90 Leuven test subjects test the Janssen Pharmaceutica's corona vaccine

27 July 2020

Janssen Pharmaceutica has recently started testing its corona vaccine candidate in humans. In total more than 1,000 healthy subjects will receive the experimental vaccine, spread over several centres in Belgium and the US. UZ Leuven also participates in the trial and as of today will start administering the vaccine to 90 test subjects.

Onderzoeker met vaccin

Build resistance

Vaccines against the coronavirus are meant to prevent the development of COVID-19. The Janssen Pharmaceutica candidate-vaccine is a vector vaccine based on a common cold virus (adenovirus) that doesn't multiply in humans. It ensures that the body builds resistance to the characteristic protrusions (spike proteins) on the exterior of the coronavirus. This can enable a strong immune reaction after contact with the coronavirus and stops the further spread.

Janssen Pharmaceutica has now set up a trial to test the vaccine in various centres in Belgium and the US, via the mother company Johnson & Johnson. It concerns a double-blind, randomised phase 1/2a trial with a control group. One group will be administered the experimental vaccine and the other group a placebo. Neither test subjects nor researchers knows who will be administered what. , Het gaat om een dubbelblinde, gerandomiseerde fase 1/2a-studie met een controlegroep.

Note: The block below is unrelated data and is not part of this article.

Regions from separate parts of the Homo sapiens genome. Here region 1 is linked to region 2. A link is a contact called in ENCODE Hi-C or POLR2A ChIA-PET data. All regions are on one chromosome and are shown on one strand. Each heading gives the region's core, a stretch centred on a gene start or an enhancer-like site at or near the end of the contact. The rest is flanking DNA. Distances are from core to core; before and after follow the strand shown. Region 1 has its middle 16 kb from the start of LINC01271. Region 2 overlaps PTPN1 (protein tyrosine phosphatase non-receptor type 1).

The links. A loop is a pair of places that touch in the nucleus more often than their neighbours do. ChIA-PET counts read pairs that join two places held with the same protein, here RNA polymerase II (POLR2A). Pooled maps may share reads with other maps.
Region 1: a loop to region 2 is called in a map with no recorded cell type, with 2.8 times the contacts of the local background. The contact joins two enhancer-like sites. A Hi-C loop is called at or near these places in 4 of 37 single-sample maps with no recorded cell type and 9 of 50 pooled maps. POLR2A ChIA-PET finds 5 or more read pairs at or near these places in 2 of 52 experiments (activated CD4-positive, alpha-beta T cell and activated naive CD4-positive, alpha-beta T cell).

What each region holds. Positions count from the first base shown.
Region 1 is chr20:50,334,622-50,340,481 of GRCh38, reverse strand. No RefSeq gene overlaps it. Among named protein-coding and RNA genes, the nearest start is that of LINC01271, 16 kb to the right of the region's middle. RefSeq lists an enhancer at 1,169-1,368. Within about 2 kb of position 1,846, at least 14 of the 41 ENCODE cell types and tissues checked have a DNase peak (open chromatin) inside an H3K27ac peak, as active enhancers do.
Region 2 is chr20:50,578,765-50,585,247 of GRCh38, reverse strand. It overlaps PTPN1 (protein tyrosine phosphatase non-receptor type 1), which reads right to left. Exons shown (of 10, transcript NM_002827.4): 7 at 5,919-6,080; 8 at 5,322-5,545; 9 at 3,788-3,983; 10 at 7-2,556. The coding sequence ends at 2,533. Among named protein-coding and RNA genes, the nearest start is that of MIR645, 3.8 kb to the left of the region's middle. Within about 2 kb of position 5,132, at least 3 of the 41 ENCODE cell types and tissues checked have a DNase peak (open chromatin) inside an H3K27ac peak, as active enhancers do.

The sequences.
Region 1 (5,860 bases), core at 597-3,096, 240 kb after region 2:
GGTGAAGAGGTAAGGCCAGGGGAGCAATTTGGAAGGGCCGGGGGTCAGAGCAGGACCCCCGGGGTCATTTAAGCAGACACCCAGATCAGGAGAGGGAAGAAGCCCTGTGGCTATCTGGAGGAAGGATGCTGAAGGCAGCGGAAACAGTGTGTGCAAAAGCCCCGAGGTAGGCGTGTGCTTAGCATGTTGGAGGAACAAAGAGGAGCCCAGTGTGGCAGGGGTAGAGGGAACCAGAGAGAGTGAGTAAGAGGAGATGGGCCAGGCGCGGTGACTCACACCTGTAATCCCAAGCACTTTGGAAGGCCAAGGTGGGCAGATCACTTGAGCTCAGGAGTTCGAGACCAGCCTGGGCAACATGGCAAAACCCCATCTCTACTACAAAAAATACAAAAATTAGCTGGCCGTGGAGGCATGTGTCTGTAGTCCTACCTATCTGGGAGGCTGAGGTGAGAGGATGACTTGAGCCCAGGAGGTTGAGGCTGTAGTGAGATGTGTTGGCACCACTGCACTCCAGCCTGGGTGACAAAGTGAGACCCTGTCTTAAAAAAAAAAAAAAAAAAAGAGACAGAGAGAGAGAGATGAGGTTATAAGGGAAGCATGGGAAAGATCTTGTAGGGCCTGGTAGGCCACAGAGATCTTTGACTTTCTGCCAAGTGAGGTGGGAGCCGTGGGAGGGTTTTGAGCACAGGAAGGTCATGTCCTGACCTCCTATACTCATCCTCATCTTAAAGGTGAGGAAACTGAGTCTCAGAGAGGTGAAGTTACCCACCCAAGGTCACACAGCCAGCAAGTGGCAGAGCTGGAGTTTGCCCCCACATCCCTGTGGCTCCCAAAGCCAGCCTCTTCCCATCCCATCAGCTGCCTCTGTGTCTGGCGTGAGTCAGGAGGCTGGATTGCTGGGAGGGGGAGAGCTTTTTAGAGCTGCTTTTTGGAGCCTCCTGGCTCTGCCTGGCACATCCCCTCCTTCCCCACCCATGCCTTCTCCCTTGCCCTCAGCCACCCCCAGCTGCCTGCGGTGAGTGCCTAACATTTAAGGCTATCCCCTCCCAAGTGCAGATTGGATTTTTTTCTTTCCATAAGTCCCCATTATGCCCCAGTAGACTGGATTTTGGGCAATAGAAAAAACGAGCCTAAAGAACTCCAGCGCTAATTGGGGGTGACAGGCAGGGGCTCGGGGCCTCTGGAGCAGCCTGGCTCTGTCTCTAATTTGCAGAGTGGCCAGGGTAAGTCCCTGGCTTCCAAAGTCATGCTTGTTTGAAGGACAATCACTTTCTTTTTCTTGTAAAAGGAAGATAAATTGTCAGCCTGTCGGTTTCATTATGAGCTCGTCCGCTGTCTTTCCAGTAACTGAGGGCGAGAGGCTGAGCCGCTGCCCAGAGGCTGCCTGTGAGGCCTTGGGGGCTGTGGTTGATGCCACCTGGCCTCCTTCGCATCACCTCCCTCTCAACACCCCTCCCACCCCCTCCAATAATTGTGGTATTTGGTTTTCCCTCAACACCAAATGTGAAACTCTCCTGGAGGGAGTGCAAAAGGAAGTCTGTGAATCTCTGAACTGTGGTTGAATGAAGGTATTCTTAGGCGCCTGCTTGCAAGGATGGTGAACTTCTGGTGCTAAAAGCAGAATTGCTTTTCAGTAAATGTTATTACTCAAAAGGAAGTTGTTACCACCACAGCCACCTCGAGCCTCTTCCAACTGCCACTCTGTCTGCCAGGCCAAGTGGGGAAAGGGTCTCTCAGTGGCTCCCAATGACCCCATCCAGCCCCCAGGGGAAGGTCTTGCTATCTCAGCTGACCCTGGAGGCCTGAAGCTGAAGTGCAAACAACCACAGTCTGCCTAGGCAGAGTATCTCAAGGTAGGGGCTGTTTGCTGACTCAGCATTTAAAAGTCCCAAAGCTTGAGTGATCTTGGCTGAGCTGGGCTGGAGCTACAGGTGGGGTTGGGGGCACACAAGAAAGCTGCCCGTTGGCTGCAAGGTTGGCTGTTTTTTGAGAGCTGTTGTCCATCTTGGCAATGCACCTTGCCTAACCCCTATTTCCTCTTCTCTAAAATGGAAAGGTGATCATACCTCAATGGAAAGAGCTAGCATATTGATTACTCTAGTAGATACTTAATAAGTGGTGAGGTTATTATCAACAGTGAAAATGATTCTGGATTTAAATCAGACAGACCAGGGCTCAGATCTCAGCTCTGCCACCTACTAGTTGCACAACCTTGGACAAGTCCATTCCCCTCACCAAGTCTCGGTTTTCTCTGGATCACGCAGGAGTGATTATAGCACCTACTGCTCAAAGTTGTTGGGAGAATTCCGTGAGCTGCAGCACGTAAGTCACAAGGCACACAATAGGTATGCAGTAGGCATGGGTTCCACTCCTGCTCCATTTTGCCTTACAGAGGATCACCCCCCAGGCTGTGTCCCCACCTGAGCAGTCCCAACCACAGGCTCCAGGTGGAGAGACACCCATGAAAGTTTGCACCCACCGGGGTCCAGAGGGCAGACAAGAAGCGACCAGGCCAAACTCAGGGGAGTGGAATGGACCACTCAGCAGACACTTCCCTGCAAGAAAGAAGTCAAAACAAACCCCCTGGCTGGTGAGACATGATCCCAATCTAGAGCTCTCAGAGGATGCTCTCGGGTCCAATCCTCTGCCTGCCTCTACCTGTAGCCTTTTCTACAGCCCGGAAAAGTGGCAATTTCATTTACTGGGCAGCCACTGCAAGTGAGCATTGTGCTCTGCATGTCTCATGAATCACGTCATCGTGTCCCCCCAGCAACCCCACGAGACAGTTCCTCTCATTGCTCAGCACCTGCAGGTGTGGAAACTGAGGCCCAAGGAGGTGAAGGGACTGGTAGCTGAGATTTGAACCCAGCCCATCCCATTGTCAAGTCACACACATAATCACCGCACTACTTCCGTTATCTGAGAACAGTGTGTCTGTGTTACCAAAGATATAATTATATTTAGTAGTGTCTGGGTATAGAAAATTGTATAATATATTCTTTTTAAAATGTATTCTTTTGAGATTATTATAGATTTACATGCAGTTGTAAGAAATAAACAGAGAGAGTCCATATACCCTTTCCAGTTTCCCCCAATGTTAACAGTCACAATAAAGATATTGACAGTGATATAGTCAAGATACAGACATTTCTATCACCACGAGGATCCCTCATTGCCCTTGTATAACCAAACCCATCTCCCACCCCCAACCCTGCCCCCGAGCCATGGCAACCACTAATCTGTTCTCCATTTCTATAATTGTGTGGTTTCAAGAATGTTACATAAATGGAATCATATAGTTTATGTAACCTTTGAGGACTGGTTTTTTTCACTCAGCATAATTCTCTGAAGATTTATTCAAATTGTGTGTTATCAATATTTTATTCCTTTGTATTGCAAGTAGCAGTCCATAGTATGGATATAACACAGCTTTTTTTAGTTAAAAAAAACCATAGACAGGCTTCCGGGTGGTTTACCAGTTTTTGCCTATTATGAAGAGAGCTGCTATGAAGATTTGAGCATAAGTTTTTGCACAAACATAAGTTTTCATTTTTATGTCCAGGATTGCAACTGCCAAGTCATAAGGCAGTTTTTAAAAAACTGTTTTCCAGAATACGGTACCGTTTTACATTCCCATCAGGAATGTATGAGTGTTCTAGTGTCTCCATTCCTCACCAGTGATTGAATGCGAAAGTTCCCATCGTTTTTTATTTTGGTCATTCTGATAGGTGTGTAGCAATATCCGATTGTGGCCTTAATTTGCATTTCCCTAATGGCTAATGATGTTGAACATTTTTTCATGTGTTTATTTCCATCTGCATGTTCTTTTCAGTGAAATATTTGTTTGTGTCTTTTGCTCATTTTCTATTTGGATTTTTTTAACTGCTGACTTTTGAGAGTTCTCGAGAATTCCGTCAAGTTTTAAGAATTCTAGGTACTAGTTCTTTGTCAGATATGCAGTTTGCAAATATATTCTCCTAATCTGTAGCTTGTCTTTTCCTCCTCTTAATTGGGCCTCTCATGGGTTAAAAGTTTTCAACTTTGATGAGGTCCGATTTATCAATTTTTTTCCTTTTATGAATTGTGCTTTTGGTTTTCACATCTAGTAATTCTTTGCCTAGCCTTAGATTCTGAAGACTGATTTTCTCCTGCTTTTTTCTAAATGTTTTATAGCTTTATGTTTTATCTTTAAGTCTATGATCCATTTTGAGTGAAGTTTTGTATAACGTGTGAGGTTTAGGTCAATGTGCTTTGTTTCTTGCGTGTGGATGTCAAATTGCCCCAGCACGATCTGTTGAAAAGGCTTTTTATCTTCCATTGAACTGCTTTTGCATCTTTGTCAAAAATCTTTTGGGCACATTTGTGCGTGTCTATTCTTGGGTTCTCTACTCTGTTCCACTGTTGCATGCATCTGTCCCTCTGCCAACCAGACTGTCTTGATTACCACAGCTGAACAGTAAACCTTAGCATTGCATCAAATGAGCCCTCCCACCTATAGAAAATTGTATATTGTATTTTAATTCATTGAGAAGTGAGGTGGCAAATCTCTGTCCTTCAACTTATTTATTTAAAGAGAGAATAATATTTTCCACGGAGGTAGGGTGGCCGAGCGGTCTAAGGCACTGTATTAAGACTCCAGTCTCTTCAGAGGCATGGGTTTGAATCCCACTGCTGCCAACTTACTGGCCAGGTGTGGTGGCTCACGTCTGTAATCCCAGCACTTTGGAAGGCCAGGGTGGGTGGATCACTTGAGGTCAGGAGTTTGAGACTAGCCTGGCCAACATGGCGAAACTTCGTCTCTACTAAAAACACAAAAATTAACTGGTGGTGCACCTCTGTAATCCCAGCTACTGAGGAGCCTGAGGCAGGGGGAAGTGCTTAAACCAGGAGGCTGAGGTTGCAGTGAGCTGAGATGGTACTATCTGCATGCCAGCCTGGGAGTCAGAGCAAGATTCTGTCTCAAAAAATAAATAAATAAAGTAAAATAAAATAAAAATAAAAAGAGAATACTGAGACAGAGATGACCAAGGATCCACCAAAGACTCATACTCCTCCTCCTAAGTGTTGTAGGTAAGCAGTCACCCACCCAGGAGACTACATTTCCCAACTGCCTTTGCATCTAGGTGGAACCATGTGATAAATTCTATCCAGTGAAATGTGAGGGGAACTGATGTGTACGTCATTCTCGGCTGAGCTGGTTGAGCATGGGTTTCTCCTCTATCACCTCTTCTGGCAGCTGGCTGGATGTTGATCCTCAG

Test subjects wanted

Prof. dr. Jan de Hoon from the clinical pharmacology centre in UZ Leuven will be overseeing the Leuven part of the trial as principal investigator, which also includes the cooperation of the Leuven University Vaccinology Centre (LUVAC). “In total we will test 90 heallthy test subjects, which is nearly 10 per cent of the total test population. Most have been recruted already, but we are still looking for people in the 65-75 age category, that will be given a first injection mid-August.”

First results in the autumn

The test subjects will be given two injections, the first one now, then the next two months later. After that there will be a one year follow-up to examine the vaccine's safety, whether it is well supported and whether it induces the desired immune reaction.

Last edit: 30 July 2020